The numbers of LSC are inherently low thus, identification and quantification of LSC are challenging and the method described here may be used as a flow cytometric assay at diagnosis and at clinical follow up to evaluate chemotherapy response (as residual LSC may cause AML relapse). The presence of LSC may indicate positive minimal residual disease (MRD). To date,  MRD monitoring in AML mostly rely on molecular methods (i.e., RT-PCR, NGS)10,12. However, in this protocol we detect simultaneous protein expression of several HSC/LSC markers (CD34, CD38, CD45RA, CD90) on primary blast cells of human AML by multiparametric flow cytometry2,8,9. This combination of antibodies may be applied in any standard flow cytometry laboratory and this flow MRD assay is particularly interesting when MRD by real-time polymerase chain reaction (RT-PCR) is not possible, i.e., if  leukemia specific molecular markers are not detectable in the diagnostic AML sample. Furthermore, this protocol, is complementary to the more sensitive molecular MRD techniques, as it aims to detect and quantify the abnormal hematopoietic progenitor cells which represents a functional cell characteristic (Figure 3).

We show how to quantify three hematopoietic progenitor populations and the putative LSC compartment with different degree of maturation by flow cytometry with antibodies available in the majority of clinical laboratories. Furthermore, we confirmed the presence of these cell compartments in corresponding patient-derived-xenografts (PDX) and at treatment follow up.

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We follow European standards for the use of animals for scientific purposes. This study was approved by the local Ethics committee (#3097-2015120414583482v3).

1. Sample preparation

  1. Collect bone marrow (2 mL) from de novo AML in tubes containing the anticoagulant ethylenediaminetetraacetic acid (EDTA) at a concentration of 1.8 mg per mL of bone marrow.
  2. Perform Ficoll separation, a density gradient separation to isolate mononuclear cells from red cells and granulocytes, as followed. Dilute bone marrow in 3 volumes of phosphate buffer saline (PBS: NaCl 137 mM, KCl 2.7 mM, Na2HPO4 10mM, KH2PO4 1.8 mM). Carefully overlay 1 volume of Ficoll with 1 volume of diluted bone marrow. Spin 30 minutes at 300 x g without brake. Transfer the white buffy coat layer of mononucleated cells into a new sterile tube.
  3. Wash cells twice in 10 mL of PBS) and centrifuge at 300 x g for 5 min, in order to remove contaminating serum components.

2. Lysis of red blood cells (RBC)

  1. Add 2 mL of lysis buffer (ammonium chloride 0.8%) to the cell pellet, vortex gently and incubate at room temperature for 5 min. Centrifuge at 300 x g for 5 min.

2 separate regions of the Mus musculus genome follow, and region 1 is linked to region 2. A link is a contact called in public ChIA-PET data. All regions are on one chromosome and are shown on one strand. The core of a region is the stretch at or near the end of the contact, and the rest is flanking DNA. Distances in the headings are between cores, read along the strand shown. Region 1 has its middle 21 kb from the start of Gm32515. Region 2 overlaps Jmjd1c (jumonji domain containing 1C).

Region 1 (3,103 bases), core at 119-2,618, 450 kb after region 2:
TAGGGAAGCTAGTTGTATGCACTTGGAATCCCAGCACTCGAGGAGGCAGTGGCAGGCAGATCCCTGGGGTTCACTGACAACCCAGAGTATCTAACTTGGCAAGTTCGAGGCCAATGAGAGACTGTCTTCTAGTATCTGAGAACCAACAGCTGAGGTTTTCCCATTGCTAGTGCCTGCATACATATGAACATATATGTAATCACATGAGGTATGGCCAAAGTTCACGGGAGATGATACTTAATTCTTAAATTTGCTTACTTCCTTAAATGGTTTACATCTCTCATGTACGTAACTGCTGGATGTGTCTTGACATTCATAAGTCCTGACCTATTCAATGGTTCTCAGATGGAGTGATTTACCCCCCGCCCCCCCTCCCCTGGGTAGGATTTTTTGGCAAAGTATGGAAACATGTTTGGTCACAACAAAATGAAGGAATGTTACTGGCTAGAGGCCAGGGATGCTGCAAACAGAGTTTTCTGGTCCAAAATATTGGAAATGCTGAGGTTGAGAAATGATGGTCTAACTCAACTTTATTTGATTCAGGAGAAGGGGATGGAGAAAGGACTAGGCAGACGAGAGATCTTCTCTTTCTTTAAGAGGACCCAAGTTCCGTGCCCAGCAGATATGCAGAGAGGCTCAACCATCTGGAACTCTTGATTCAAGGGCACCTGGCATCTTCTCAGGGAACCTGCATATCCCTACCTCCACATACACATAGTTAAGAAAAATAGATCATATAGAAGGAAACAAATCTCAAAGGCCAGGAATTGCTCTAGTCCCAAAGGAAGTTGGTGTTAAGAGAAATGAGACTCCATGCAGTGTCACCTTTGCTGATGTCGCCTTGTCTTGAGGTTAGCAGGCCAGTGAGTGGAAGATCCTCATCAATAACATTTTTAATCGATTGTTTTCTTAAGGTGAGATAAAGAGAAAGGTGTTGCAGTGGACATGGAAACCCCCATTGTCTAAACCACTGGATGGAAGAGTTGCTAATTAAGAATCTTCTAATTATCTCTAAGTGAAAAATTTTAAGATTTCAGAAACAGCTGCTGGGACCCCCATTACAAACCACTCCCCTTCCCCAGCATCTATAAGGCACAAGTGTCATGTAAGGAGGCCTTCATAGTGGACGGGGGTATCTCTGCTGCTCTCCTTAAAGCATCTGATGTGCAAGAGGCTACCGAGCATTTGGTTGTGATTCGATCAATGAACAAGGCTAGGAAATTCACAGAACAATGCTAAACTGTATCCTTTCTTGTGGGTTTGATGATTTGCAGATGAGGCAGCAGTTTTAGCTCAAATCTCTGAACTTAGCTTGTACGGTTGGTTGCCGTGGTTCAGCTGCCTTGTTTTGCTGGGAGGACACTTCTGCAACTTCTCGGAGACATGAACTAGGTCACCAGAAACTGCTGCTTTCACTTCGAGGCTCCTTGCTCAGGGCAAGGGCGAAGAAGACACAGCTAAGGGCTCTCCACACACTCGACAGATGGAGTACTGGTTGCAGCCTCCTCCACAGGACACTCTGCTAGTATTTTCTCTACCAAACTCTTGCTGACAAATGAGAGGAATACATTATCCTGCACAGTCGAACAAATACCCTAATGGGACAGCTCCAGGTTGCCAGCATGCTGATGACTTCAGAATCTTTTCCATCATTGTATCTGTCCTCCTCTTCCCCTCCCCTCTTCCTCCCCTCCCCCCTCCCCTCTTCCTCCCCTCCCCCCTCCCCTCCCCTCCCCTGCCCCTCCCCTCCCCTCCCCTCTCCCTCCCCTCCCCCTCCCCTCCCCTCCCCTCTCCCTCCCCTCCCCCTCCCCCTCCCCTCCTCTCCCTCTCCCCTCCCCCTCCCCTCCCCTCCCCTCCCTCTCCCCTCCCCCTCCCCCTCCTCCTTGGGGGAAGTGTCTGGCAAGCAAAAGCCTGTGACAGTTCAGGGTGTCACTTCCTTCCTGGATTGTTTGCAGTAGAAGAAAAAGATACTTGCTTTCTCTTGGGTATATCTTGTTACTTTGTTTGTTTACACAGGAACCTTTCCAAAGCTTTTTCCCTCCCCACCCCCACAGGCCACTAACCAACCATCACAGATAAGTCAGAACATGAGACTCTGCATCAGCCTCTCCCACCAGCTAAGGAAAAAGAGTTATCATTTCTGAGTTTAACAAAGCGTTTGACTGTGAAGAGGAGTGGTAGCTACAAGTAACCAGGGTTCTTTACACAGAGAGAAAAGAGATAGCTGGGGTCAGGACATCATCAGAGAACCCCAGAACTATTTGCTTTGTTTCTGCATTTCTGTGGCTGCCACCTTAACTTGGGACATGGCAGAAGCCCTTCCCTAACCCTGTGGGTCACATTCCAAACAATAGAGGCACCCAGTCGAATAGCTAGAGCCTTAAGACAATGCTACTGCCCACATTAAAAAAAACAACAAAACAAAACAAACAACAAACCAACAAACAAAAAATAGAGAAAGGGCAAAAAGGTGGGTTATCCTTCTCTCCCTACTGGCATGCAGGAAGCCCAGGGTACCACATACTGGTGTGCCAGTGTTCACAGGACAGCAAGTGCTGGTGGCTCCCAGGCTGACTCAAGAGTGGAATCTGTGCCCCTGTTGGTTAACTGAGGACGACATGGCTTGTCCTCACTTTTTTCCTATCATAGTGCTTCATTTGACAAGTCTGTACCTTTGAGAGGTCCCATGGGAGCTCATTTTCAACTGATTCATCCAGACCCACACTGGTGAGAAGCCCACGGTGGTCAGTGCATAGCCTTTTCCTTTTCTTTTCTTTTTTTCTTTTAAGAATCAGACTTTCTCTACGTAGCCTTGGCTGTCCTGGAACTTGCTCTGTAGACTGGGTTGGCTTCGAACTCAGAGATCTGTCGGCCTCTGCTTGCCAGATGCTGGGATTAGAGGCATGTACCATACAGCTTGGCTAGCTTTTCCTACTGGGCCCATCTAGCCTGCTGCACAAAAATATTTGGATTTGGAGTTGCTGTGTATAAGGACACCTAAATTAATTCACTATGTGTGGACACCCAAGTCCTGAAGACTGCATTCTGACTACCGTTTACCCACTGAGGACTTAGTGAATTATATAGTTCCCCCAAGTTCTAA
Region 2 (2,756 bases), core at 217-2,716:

Note: if necessary, repeat this step.
  2. Wash cells in PBS as previously described (1.3.).

3. Patient derived xenografts.

  1. Obtain blast cells from bone marrow after Ficoll separation and after lymphocytes depletion using immunomagnetic negative selection (CD3 for T-, and CD20 for B-lymphocytes). Follow the manufacturer's instructions.
  2. Inject 5 x 106 AML blast cells into the tail vein of unconditioned NSG mice. Use a restraining device to facilitate tail vein injection. Keep mice under conventional conditions and especially under specific-pathogen-free conditions at all times, by using individual ventilated cages and by manipulation under laminar flow hood. Every two weeks, take 60 µL of blood by the submandibular collection method using a hematocrit capillary. Place the capillary into a 5 mL round bottom tube. Stop the bleed by applying gentle pressure using a small sterile gauze pad. Expulse blood with a clean syringe. 
  3. Add 1ml of lysis buffer and incubate for 5min. Then centrifuge at 300 x g for 5min. Wash with PBS and centrifugre at 300 x g for 5 minutes. Remove supernatant, the add 100 µL PBS with 10% bovine serum albumin (BSA) stain with 3 µL anti-human CD45-FITC and 1 µL anti-murine CD45-APC and incubate at 4°C for 30 minutes.
  4. Wash cell pellet two times in PBS (2 mL) with 10% BSA and centrifuge at 300 x g for 5 min.
  5. Aliquot up to 1 x 106 cells per 100 µL of PBS into flow cytometry tubes.
  6. Survey engraftment every two weeks by chimerism analysis of CD45 expression (human versus murine) using flow cytometry (Figure 2A and B).
  7. At sacrifice (peripheral blast count greater than 70% or severe clinical signs of sickness), collect mononuclear blast cells from crushed spleens and from bone marrow by flushing tibias and femurs with PBS as previously described13. Euthanize mice by cervical dislocation following international guidelines.   
  8. If cell pellet contains RBC, perform lysis of red blood cells with lysis buffer (Step 2.1).
  9. Wash cells pellet two times in PBS (2 mL) with 10% BSA and centrifuge at 300 x g for 5 minutes.
  10. Collect cells and aliquot up to 1 x 106 cells per 100 µL of PBS into flow cytometry tubes.

4. Staining

  1. Add conjugated antibodies (see Step 4.2) and vortex. Incubate cells for 15 minutes in the dark at room temperature.